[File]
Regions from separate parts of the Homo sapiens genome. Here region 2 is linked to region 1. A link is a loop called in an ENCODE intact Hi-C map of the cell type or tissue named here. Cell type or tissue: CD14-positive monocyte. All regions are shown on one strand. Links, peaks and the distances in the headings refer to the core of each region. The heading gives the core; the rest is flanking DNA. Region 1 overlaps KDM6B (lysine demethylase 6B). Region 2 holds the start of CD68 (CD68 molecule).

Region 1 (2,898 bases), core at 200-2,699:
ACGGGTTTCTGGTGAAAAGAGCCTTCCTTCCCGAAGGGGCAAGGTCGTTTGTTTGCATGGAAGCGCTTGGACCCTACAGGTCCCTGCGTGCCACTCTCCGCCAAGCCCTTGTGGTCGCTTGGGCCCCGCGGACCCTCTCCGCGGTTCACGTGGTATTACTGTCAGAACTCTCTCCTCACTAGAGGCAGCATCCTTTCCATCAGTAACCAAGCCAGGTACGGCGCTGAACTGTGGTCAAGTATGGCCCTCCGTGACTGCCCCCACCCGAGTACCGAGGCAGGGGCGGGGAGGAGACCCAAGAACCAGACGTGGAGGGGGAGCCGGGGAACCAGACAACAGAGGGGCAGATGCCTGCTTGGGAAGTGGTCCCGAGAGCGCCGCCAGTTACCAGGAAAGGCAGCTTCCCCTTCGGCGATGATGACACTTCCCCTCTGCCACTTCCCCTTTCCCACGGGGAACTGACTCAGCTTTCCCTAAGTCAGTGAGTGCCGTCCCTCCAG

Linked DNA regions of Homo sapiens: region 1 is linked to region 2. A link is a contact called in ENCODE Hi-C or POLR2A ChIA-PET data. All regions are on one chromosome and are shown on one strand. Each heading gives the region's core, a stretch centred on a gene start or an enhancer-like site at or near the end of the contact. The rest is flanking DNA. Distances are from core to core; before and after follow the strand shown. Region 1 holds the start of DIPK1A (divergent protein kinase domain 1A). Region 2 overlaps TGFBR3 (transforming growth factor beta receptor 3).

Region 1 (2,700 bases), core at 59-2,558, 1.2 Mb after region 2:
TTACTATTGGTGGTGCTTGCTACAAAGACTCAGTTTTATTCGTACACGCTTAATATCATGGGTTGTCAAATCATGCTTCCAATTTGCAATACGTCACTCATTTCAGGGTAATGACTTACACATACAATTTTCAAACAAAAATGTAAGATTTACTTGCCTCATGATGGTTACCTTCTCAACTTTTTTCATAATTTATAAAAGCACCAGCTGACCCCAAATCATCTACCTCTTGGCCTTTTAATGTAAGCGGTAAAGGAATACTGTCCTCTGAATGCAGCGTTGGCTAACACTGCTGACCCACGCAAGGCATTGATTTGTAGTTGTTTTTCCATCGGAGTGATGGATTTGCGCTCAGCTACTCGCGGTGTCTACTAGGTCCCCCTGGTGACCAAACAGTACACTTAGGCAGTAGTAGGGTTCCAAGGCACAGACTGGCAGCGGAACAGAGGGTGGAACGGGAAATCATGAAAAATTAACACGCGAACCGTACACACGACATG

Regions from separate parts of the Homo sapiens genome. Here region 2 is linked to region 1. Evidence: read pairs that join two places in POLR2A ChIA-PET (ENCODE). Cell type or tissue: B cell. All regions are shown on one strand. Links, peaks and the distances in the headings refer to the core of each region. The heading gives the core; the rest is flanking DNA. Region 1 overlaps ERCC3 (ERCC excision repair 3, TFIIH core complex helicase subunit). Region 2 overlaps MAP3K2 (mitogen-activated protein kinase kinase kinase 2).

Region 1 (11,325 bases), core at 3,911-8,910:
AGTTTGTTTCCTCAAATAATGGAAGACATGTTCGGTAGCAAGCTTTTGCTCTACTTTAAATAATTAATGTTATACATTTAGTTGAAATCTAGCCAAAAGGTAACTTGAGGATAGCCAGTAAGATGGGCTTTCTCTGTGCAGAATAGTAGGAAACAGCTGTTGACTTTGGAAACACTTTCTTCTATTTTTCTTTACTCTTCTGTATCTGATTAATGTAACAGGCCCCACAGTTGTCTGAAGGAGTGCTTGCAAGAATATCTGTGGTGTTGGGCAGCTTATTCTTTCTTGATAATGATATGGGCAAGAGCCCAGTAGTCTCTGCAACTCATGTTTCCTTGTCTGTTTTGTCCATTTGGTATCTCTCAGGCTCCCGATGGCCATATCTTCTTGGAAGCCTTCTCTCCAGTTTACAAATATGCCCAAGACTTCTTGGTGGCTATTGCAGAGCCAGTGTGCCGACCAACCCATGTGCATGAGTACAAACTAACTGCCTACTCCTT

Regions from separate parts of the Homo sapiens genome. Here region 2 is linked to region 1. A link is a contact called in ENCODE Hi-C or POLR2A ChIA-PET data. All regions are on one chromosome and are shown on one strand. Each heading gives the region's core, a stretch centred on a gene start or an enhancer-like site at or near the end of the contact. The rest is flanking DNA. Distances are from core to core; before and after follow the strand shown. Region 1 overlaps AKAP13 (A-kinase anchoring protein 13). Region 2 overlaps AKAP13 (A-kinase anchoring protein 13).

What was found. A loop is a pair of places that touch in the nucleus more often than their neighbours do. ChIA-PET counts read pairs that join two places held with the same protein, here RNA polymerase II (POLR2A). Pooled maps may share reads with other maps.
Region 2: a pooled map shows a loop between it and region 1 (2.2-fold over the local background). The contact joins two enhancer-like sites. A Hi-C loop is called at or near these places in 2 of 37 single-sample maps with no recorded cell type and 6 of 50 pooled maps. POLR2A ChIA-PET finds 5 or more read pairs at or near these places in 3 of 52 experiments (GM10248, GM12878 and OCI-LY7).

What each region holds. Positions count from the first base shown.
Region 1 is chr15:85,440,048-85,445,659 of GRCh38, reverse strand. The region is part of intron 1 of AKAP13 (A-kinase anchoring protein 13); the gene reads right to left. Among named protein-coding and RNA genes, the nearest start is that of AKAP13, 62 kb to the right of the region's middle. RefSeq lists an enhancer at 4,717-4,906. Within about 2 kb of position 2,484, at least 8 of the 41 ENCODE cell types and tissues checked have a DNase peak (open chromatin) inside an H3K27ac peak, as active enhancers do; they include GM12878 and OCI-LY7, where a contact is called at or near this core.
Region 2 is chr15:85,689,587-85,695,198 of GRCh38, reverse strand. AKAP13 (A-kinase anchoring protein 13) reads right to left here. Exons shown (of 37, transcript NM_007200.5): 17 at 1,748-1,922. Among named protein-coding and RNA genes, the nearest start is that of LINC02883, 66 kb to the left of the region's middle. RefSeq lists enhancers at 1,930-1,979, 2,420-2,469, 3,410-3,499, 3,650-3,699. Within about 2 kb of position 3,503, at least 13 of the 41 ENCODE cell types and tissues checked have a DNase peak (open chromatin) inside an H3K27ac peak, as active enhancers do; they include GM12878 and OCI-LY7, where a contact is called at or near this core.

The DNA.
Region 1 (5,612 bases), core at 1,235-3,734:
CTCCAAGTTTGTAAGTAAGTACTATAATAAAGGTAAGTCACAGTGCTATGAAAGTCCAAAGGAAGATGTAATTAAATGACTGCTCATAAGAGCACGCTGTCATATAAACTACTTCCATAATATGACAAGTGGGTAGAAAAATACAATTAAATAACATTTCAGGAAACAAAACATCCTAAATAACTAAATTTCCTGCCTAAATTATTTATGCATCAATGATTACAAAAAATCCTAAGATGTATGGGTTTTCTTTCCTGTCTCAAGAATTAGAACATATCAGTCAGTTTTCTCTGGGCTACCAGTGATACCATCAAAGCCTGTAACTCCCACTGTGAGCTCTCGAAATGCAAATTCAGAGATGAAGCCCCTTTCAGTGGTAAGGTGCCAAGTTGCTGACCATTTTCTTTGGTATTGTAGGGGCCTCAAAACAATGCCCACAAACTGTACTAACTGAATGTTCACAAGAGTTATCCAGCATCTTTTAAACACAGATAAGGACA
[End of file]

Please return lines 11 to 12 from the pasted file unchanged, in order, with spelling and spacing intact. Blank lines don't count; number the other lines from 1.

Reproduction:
What was found. A loop is a pair of places that touch in the nucleus more often than their neighbours do. ChIA-PET counts read pairs that join two places held with the same protein, here RNA polymerase II (POLR2A). Pooled maps may share reads with other maps.
Region 2: a pooled map shows a loop between it and region 1 (2.2-fold over the local background). The contact joins two enhancer-like sites. A Hi-C loop is called at or near these places in 2 of 37 single-sample maps with no recorded cell type and 6 of 50 pooled maps. POLR2A ChIA-PET finds 5 or more read pairs at or near these places in 3 of 52 experiments (GM10248, GM12878 and OCI-LY7).